WELSH head, Marjorie Evans, has had a magistrate's court conviction for "slapping" a pupil quashed on appeal. I doubt whether this has allayed teachers' concerns about physically restraining unruly pupils.
The law is easy enough to state. No employee in a school may administer any kind of corporal punishment to a pupil - which, as well as hitting, includes flicking rulers, hurling chalk, or sticking a plaster over a pupil's mouth to teach them to be quiet.
However, teachers are allowed to "restrain" pupils, if, in so doing, they are preventing a pupil from:
committing a criminal offence;
injuring themselves or others;
causing damage to property;
engaging in behaviour prejudicial to maintaining good order and discipline.
These apply whether on or off the premises when the teacher or non-teaching member of staff has lawful control of the pupil.
But this clear distinction is not easy to apply when physical handling of a pupil usually happens in the heatof the moment. A teacher might grab hold of Wayne and Duane to stop them from kicking Shane. So far so good. He then gives them a good shaking and a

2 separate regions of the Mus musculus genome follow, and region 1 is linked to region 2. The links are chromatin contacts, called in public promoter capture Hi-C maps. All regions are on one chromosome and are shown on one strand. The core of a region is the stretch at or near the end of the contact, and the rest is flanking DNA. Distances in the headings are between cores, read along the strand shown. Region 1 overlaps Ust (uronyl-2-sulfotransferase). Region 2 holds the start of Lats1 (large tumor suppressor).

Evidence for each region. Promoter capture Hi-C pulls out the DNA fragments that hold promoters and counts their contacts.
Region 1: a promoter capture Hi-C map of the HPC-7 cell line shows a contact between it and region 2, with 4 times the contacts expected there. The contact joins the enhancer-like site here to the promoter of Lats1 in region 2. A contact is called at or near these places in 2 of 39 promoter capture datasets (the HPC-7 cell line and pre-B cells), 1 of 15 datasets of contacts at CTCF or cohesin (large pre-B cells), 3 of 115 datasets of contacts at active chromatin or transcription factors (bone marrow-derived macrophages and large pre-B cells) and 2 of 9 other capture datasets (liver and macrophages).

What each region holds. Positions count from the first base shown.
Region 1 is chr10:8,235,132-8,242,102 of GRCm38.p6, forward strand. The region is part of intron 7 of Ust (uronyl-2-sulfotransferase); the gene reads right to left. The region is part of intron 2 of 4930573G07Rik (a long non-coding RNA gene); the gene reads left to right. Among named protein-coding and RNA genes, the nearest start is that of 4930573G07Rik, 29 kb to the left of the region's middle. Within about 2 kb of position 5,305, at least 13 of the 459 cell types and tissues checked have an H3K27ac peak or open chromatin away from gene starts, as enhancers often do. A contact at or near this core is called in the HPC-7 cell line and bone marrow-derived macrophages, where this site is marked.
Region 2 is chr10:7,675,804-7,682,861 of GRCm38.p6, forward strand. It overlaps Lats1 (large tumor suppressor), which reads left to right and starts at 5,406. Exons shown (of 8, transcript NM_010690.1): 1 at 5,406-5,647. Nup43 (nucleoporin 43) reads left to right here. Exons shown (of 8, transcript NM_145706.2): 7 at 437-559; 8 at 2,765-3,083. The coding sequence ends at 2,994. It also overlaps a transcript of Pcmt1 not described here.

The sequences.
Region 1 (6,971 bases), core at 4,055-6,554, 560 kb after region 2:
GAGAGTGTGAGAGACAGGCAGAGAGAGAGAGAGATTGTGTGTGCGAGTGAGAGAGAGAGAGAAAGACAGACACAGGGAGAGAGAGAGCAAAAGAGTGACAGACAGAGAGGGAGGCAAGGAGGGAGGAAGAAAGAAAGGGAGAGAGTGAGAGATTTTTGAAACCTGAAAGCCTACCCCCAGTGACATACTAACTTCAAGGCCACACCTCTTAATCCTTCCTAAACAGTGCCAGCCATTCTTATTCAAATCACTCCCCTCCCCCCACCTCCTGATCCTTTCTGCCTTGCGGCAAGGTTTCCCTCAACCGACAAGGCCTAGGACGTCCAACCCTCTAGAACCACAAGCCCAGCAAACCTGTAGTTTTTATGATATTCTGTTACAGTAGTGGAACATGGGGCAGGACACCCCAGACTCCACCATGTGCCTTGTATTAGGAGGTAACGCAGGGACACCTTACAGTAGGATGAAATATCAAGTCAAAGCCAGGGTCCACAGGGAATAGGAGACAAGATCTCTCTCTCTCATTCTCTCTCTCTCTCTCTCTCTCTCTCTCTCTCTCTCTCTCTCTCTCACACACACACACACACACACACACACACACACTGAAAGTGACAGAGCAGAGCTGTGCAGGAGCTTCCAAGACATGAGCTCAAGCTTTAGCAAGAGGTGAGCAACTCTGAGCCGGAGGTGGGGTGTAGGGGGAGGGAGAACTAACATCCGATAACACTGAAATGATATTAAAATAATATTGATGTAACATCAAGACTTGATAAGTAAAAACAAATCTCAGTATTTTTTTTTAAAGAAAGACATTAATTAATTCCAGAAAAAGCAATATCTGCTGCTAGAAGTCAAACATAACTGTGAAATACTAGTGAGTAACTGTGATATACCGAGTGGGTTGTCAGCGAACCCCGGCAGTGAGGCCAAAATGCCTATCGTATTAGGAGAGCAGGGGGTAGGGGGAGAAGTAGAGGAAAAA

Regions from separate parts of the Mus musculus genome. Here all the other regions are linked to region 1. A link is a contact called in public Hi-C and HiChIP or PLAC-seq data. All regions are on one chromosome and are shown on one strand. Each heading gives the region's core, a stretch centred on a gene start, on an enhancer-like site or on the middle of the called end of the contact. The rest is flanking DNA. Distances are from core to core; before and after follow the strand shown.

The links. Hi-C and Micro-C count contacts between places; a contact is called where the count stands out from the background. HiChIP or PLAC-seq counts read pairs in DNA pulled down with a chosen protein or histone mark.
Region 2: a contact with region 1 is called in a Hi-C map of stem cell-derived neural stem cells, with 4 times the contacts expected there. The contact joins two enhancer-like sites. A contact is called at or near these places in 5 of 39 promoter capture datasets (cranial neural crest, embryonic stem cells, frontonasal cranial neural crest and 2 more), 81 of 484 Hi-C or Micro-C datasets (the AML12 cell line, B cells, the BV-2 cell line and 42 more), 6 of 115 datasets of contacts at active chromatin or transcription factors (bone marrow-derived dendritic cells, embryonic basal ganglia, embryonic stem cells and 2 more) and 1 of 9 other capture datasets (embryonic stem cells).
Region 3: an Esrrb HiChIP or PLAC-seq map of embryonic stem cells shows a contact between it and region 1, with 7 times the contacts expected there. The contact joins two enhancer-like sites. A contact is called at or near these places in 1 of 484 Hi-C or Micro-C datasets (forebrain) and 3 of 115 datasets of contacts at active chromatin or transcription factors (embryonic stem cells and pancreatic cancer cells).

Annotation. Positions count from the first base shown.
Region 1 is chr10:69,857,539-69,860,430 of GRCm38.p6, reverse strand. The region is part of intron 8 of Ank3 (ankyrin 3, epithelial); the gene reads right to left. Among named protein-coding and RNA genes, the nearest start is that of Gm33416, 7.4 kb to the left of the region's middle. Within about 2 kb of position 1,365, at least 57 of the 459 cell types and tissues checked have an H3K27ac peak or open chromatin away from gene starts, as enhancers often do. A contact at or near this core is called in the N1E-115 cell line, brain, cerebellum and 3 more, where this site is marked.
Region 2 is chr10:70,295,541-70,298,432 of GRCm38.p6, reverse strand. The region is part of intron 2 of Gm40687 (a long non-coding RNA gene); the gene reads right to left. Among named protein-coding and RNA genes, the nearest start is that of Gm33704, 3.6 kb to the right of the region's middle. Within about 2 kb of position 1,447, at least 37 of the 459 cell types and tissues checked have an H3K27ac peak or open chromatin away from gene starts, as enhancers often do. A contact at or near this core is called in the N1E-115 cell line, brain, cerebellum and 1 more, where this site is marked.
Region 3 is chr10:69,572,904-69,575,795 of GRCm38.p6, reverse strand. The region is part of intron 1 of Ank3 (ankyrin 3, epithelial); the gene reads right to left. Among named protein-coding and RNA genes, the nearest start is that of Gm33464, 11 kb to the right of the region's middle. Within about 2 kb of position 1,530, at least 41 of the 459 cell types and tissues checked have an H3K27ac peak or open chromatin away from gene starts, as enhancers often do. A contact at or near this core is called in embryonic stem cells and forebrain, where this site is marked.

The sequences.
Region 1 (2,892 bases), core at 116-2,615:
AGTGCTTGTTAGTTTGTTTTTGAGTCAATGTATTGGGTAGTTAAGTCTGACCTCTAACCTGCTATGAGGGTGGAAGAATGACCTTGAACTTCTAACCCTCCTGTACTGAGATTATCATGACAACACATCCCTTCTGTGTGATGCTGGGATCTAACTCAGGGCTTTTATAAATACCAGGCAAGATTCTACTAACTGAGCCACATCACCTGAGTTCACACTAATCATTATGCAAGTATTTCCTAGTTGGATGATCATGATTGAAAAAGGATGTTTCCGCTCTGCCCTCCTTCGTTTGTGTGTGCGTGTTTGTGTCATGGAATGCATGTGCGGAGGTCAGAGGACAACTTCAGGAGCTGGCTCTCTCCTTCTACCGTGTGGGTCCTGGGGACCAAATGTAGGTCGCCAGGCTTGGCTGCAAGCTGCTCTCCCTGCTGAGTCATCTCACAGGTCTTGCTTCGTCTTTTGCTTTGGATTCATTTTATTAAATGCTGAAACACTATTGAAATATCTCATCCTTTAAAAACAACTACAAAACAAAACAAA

telling-off. At this point we look to the wisdom of those charged with making decisions about such incidents - heads, governors and the courts.
Common sense usually prevails somewhere along the line. It did in Mrs Evans' case, when the second court found that she had used an acceptable restraint technique. It did in the case of a physical education teacher in 1971, who had met a violent attack by a drug-taking pupil with "a light tap on the jaw" which broke it.
The teacher was convicted reluctantly by magistrates but, in allowing his appeal, the judge memorably added: "Have we really reached the stage in this country when an insolent and bolshy pupil has to be treated with all the courtesies of visiting royalty?" He pointed out that the law did not require a teacher to have the patience of a saint. It still does not.